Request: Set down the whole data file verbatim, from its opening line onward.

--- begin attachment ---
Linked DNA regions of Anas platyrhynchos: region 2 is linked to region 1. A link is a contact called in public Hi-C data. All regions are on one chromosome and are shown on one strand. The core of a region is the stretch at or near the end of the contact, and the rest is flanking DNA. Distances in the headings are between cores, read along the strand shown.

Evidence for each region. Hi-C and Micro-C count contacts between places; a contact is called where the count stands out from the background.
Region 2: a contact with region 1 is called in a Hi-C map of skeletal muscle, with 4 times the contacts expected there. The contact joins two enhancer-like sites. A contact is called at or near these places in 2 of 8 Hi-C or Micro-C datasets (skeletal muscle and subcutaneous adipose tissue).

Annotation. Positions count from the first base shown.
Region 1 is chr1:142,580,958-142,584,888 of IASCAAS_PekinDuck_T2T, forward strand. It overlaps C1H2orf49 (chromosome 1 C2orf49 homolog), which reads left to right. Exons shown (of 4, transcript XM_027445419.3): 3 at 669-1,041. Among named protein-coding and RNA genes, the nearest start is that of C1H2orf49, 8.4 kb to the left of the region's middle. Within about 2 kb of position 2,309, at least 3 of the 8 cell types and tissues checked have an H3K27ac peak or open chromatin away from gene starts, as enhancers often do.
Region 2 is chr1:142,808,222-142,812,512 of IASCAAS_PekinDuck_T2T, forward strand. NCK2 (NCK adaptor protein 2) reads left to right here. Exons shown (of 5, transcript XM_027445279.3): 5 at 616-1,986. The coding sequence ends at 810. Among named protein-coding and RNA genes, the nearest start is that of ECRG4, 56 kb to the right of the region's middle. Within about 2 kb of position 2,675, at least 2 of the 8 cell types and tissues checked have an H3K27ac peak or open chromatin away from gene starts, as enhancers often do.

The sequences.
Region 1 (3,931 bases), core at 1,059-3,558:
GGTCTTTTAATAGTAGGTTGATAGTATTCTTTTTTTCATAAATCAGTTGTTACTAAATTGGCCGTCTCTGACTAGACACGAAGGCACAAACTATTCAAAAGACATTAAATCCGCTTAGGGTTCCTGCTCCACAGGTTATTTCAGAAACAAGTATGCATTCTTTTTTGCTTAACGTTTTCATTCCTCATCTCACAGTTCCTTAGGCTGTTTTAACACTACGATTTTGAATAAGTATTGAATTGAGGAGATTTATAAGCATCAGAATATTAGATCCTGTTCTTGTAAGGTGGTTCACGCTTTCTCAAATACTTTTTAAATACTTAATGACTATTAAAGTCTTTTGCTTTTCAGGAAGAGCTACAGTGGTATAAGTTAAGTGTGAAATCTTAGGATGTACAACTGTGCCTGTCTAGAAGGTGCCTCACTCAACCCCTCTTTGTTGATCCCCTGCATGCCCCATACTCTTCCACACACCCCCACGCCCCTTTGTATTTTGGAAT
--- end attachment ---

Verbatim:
Linked DNA regions of Anas platyrhynchos: region 2 is linked to region 1. A link is a contact called in public Hi-C data. All regions are on one chromosome and are shown on one strand. The core of a region is the stretch at or near the end of the contact, and the rest is flanking DNA. Distances in the headings are between cores, read along the strand shown.

Evidence for each region. Hi-C and Micro-C count contacts between places; a contact is called where the count stands out from the background.
Region 2: a contact with region 1 is called in a Hi-C map of skeletal muscle, with 4 times the contacts expected there. The contact joins two enhancer-like sites. A contact is called at or near these places in 2 of 8 Hi-C or Micro-C datasets (skeletal muscle and subcutaneous adipose tissue).

Annotation. Positions count from the first base shown.
Region 1 is chr1:142,580,958-142,584,888 of IASCAAS_PekinDuck_T2T, forward strand. It overlaps C1H2orf49 (chromosome 1 C2orf49 homolog), which reads left to right. Exons shown (of 4, transcript XM_027445419.3): 3 at 669-1,041. Among named protein-coding and RNA genes, the nearest start is that of C1H2orf49, 8.4 kb to the left of the region's middle. Within about 2 kb of position 2,309, at least 3 of the 8 cell types and tissues checked have an H3K27ac peak or open chromatin away from gene starts, as enhancers often do.
Region 2 is chr1:142,808,222-142,812,512 of IASCAAS_PekinDuck_T2T, forward strand. NCK2 (NCK adaptor protein 2) reads left to right here. Exons shown (of 5, transcript XM_027445279.3): 5 at 616-1,986. The coding sequence ends at 810. Among named protein-coding and RNA genes, the nearest start is that of ECRG4, 56 kb to the right of the region's middle. Within about 2 kb of position 2,675, at least 2 of the 8 cell types and tissues checked have an H3K27ac peak or open chromatin away from gene starts, as enhancers often do.

The sequences.
Region 1 (3,931 bases), core at 1,059-3,558:
GGTCTTTTAATAGTAGGTTGATAGTATTCTTTTTTTCATAAATCAGTTGTTACTAAATTGGCCGTCTCTGACTAGACACGAAGGCACAAACTATTCAAAAGACATTAAATCCGCTTAGGGTTCCTGCTCCACAGGTTATTTCAGAAACAAGTATGCATTCTTTTTTGCTTAACGTTTTCATTCCTCATCTCACAGTTCCTTAGGCTGTTTTAACACTACGATTTTGAATAAGTATTGAATTGAGGAGATTTATAAGCATCAGAATATTAGATCCTGTTCTTGTAAGGTGGTTCACGCTTTCTCAAATACTTTTTAAATACTTAATGACTATTAAAGTCTTTTGCTTTTCAGGAAGAGCTACAGTGGTATAAGTTAAGTGTGAAATCTTAGGATGTACAACTGTGCCTGTCTAGAAGGTGCCTCACTCAACCCCTCTTTGTTGATCCCCTGCATGCCCCATACTCTTCCACACACCCCCACGCCCCTTTGTATTTTGGAAT